The Crash of the Area 51 Raid

Charlotte Snow and Nick Cepek

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A buzz of anticipation filled the hot desert air as people poured into Nevada, eyes set on the mysterious building nestled in the sandy earth of Lincoln County. Thousands of people were gathering outside the gates, possibly millions more on their way. It had started out as a joke, created by young Matty Roberts… but it was finally happening. Youtubers, Naruto runners, alien enthusiasts and a swarm of other people from all across the U.S. were gathering in the desert, donning their tinfoil hats and lime green spandex, excited for what everyone had said would come next. The hum of excited chatter was deafening in the typically silent military base as people socialized with one another, waiting for the raid. With the eyes of the nation watching excitedly, the 3,000 Area 51 raiders filed into the desert in front of the secretive facility, complacently sitting in front of the building the entire day. 

What started out as a harmless joke turned into alien madness. On Sept. 20 as over 3,000 alien enthusiasts arrived at Area 51 for a raid that for months, people thought would never actually happen.

Taken from ABS-CBN News
Brave or Stupid? A lone man tries Naruto-running past the Area 51 guards and gate to break in.

 The “Storm Area 51, They Can’t Stop All of Us” campaign was a Facebook event that over two million people RSVPd to and only 3,000 attended in person, a disappointing flop for many excited people watching the live updates at home. Started by 21-year-old Matty Roberts in June of 2019, the joke quickly gained attention as alien enthusiasts and conspiracy theorists took it seriously, saying they would actually raid Area 51. Spanning from June to Sept., almost two million people RSVP’s to the Facebook Event, with another 1.5 million saying they were interested.

Roberts never thought his joke would take off the way it did. As RSVPs started piling up, Air Force officials got worried. 

“[Area 51] is an open training range for the U.S. Air Force, and we would discourage anyone from trying to come into the area where we train American armed forces,”  Air Force spokeswoman Laura McAndrews claimed.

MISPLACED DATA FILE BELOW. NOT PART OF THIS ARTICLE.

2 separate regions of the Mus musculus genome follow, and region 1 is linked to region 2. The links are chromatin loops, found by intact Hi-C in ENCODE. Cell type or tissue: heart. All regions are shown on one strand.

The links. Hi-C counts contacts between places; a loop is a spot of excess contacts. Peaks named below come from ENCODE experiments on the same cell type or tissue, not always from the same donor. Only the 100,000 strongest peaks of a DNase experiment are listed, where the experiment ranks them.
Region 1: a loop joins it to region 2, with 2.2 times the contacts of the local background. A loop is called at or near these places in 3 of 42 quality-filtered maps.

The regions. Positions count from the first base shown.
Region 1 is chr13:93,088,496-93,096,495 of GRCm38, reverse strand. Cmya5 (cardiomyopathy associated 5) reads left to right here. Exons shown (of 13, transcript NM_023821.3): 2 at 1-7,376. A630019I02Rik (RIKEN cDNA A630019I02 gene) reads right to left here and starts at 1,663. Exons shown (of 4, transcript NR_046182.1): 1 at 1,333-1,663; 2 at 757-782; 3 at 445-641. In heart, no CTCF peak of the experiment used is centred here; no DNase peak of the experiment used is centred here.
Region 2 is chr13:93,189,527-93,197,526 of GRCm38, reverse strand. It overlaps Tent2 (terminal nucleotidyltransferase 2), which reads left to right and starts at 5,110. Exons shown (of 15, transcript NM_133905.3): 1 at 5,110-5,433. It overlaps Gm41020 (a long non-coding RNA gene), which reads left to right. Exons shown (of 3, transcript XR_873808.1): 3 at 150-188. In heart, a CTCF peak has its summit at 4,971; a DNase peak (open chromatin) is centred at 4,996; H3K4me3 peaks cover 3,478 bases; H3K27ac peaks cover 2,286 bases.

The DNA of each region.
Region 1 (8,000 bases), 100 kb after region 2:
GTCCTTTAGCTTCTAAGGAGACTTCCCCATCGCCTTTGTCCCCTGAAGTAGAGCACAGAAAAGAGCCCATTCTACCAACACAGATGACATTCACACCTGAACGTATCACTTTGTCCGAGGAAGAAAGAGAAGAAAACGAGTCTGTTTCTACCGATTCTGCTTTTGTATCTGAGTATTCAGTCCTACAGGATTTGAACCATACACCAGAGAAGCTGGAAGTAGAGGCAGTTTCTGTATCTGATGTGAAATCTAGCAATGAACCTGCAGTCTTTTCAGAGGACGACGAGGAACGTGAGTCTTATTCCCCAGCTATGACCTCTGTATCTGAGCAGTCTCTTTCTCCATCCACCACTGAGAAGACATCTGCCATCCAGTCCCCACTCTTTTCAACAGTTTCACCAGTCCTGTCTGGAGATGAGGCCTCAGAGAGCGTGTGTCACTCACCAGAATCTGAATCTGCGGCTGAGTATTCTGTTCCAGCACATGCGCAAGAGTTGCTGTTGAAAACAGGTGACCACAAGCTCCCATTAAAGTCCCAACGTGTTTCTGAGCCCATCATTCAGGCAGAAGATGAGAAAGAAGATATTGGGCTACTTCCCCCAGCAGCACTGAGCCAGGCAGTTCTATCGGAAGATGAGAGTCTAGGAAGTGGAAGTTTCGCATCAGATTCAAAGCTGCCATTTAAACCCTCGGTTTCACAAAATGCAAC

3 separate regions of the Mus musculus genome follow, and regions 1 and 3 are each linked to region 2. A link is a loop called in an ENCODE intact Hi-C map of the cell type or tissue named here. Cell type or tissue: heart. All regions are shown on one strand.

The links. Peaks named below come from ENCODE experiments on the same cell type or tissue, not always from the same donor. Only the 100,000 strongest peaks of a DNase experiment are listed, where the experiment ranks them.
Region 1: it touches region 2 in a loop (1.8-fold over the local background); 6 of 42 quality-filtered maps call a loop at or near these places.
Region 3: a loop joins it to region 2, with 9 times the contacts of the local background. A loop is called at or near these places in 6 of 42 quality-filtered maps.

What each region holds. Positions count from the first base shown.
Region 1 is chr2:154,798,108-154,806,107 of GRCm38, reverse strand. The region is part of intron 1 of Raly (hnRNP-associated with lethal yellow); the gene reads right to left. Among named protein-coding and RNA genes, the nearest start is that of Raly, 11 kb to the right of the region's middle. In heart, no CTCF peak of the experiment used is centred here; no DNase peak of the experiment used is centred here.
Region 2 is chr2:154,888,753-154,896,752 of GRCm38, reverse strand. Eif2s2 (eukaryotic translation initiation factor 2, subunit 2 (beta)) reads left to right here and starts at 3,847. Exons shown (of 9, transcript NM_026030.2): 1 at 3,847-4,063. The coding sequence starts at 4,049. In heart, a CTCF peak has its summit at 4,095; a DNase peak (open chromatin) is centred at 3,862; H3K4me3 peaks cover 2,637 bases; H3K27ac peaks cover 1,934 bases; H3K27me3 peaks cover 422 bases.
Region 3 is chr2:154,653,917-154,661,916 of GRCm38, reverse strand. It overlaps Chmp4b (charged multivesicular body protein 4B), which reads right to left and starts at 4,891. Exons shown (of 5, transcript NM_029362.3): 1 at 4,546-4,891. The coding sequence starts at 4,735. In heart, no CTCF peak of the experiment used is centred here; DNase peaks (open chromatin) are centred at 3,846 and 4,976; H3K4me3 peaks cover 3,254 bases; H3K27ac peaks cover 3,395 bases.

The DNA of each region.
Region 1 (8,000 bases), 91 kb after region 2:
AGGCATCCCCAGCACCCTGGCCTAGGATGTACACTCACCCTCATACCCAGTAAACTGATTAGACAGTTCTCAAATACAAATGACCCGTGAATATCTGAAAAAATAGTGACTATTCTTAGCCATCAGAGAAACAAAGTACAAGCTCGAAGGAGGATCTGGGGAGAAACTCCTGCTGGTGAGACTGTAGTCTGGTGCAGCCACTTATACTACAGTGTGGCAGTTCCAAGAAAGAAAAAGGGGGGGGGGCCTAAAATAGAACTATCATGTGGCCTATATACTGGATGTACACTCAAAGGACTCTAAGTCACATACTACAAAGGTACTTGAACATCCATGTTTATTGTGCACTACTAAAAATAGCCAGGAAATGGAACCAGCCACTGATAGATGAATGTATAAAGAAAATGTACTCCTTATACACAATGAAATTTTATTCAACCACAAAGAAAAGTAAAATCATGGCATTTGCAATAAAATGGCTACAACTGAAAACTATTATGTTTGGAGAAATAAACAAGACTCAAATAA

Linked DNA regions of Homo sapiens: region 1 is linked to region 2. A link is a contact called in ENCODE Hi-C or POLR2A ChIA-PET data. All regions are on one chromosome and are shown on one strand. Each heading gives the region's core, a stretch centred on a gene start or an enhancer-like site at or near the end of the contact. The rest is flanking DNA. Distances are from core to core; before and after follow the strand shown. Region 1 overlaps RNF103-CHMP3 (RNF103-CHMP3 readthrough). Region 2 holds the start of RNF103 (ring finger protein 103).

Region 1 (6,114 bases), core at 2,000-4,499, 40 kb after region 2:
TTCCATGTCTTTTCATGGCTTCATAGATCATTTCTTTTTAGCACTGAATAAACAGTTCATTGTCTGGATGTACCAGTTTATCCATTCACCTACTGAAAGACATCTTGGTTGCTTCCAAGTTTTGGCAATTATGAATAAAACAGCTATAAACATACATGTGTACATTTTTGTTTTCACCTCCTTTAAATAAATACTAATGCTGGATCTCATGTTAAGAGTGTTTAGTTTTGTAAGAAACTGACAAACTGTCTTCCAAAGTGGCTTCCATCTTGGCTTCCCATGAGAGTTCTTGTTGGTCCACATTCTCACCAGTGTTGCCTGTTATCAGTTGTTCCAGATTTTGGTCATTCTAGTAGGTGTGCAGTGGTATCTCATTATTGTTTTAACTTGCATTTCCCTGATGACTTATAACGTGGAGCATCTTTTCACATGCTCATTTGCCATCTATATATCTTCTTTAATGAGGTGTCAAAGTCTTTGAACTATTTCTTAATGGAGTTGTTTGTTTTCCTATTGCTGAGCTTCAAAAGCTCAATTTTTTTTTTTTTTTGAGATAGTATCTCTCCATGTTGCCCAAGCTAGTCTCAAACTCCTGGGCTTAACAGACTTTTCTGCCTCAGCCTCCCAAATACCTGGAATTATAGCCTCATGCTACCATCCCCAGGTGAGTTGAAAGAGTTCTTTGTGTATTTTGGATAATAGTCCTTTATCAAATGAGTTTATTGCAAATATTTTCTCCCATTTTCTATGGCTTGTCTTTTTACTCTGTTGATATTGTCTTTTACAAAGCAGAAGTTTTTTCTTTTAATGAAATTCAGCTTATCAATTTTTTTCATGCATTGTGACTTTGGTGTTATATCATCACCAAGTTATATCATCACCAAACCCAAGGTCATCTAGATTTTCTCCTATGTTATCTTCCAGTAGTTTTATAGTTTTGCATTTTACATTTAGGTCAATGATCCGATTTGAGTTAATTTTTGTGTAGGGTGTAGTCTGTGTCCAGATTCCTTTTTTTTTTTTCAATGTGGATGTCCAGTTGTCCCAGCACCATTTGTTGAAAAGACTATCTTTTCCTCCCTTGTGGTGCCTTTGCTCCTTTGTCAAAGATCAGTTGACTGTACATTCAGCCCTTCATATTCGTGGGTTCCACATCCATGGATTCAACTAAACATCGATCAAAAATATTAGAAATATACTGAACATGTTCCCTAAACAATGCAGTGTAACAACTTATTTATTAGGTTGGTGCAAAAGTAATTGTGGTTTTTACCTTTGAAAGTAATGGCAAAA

With the government’s warning ringing in his ears and the weight of potential casualties on his shoulders, Roberts quickly admitted the raid to be a joke and relieved himself of any blame for the actions of people against Area 51. He then organized and started promoting a different event called Alienstock, a music festival that would take place in Rachel, Nevada, the town closest to Area 51. This diverted attention away from the raid and it was estimated that over 10,000 people would attend Alienstock. However, Roberts later released a statement on the festival’s website, stating that, “Due to the lack of infrastructure, poor planning, risk management and blatant disregard for the safety of the expected 10,000+ AlienStock attendees, we decided to pull the plug on the festival.”

The cancelation of the festival was a let down for many, especially after Roberts abandoned the original raid. While he started planning a smaller festival to take place in downtown Las Vegas called The Area 51 Celebration, confused fans and enthusiasts headed to Rachel for celebration and a fun time, accompanied by some people serious about raiding the facility. The town was flooded with excited fans, YouTubers, and anyone looking for a fun time. Although local law enforcement was told to be at the ready for an attack, there were only two reported arrests. One was for trying to break into Area 51 while the other was related to alcohol. 

Lincoln County Sheriff Kerry Lee was at the event, making sure no one actually tried storming Area 51.

Taken from Time
Memories in the Making: Raiders of Area 51 gather together after a day of fun for a photo to remember their failed raid.

 “They did threaten that they were going to storm,” he said in an interview on CNN. “Once officers warned them about the consequences for storming the base, they did have second thoughts.”

In general, the event seemed to be more of a fun festival rather than a raid. 

“The guards were unbelievably nice. They took photos with everyone and were pretty much just smiling.” Australian Youtuber Danny Philippou told TIME news. 

So although no one actually “raided” Area 51, it was still an entertaining sight for people watching from the sidelines. There were joke raids, fun costumes, and for many an overall sense of community as people partied the day away. And yes, there was a Naruto runner. 

“Frankly,” Joerg Arnu, resident of Rachel told the times, “We are breathing a sigh of relief. It feels like mission accomplished.”

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